Did you know that on October 1 the planet celebrated World Vegetarian Day? Did you know that Germany is the world’s leading producer of vegan food products? Did you know that Argentina’s presidential palace only serves vegetarian and vegan food on Mondays, which affects the over 500 employees of the palace, including President Mauricio Macri? You’ve probably noticed that, over the past decade, the dietary movements of vegetarianism and veganism have been steadily pushing their way into the mainstream. Of late, we’ve even witnessed governments and state-run facilities create rules about providing meat-free options and even advocating for options like “Meatless Mondays” at food-serving institutions.


While the choice to refrain from or restrict intake of meat in one’s diet has been referred to as a “trend” or “fad,” the repercussions of such dietary decisions are far and wide. First and foremost, many object to the eating of animals on a moral and ethical basis. But the reasons to pass on animal products in your food are so much more varied and complicated than that. As more and more people throughout the planet are able to afford meat – and lots of it – in their diets, rates of obesity, diabetes, heart disease, and other related illnesses are skyrocketing. Argentina, the world’s second largest consumer of beef per capita, also has the highest rate of obesity in boys, and the third-highest in girls throughout South America (*1). Consequently, the nation’s government is instituting rules like “Meatless Mondays” for all Casa Rosada (presidential palace) employees in an effort to emphasize the importance of a balanced diet that isn’t meat-dependent.


In addition to the health benefits of a meat-less or low-meat diet – such as a reduction in the risk of cancer and heart failure (*2) – there are more far-reaching impacts. According to the United Nations Environment Programme, the production of meat and dairy products “accounts for 70% of global freshwater consumption, 38% of the total land use and 19% of the world’s greenhouse gas emissions” (*3). In South America, where Argentina alone houses over 5% of the world’s cattle, the area required for agriculture is rapidly and devastatingly encroaching on one of the world’s most important resources: 90% of deforestation in the Brazilian portion of the Amazon Rainforest is due to the creation of cattle pastures (*1). Further, one of the most damaging consequences of cattle-raising is the creation of methane, a particularly potent greenhouse gas. As the world’s population grows, so does global meat consumption. During this global push to curb greenhouse gas emissions, the United Nations has recommended that everyone on the planet aim to emit meat from their diets at least one day a week (*3).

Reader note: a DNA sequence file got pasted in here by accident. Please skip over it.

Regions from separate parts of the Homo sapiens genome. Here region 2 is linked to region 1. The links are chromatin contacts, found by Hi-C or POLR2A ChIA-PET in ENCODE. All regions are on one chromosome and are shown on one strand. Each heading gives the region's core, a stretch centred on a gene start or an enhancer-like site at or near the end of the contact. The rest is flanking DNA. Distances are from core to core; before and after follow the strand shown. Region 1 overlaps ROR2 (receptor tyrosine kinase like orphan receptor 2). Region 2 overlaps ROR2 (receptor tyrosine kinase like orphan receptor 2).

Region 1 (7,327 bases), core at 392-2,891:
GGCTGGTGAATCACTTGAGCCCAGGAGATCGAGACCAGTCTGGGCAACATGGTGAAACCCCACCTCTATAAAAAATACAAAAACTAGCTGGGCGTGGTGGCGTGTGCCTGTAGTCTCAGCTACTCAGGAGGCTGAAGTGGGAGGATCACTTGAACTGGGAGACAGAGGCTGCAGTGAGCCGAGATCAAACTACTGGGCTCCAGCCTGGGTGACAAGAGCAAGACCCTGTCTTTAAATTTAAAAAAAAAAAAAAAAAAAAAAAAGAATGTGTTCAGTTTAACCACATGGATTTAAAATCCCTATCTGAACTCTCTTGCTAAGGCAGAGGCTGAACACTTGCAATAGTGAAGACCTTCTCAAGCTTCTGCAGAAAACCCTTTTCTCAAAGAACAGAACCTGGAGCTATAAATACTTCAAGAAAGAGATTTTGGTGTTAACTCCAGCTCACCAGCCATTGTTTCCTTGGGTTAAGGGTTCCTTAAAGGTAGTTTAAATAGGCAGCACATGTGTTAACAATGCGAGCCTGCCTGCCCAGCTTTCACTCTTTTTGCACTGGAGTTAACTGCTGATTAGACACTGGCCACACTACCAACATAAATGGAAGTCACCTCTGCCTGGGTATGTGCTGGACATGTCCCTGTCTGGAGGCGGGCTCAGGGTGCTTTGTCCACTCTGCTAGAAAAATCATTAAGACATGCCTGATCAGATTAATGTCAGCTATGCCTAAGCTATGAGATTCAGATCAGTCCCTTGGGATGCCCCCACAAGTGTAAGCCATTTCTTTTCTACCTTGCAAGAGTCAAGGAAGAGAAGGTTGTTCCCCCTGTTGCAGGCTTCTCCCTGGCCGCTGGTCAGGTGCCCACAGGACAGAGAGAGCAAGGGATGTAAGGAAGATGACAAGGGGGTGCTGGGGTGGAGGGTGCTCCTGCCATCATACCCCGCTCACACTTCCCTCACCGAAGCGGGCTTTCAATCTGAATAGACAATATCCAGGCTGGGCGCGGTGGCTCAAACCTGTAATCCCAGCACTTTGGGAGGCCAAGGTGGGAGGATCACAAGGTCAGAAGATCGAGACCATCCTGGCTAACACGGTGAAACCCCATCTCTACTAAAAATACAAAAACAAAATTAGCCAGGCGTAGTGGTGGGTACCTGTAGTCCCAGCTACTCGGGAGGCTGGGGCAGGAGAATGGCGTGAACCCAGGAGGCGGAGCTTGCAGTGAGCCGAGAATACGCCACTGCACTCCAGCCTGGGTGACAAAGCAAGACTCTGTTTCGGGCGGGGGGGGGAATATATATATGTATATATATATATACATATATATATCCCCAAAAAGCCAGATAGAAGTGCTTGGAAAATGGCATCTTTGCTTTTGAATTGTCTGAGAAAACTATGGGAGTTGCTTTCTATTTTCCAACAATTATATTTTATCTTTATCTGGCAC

Whatever your personal stance on the matter, the move towards more conscientious, plant-based diets is clearly more than just a trend. As the battle for the planet’s natural resources continues, it makes moral, ethical, and logical sense that we move away from such water- and land-intensive practices as meat and dairy farming. If we value resources like tropical rainforests, and the peoples and unique lifeforms within, there is a clear need for us to move away from meat consumption at current levels. So, go ahead, get creative with your next meal. Pass on the bacon and load up on the fruit and veggies. You’re making a statement with your stomach, and the good news is that taking a stand will not only make a tangible difference to the planet, but it’ll also leave you happier and healthier than ever!


(*1) https://www.economist.com/blogs/economist-explains/2017/10/economist-explains-13?cid1=cust/ddnew/email/n/n/20171019n/owned/n/n/ddnew/n/n/n/nNA/Daily_Dispatch/email&etear=dailydispatch


(*2) http://metro.co.uk/2017/09/30/world-vegetarian-day-what-are-the-health-benefits-of-going-veggie-6966703/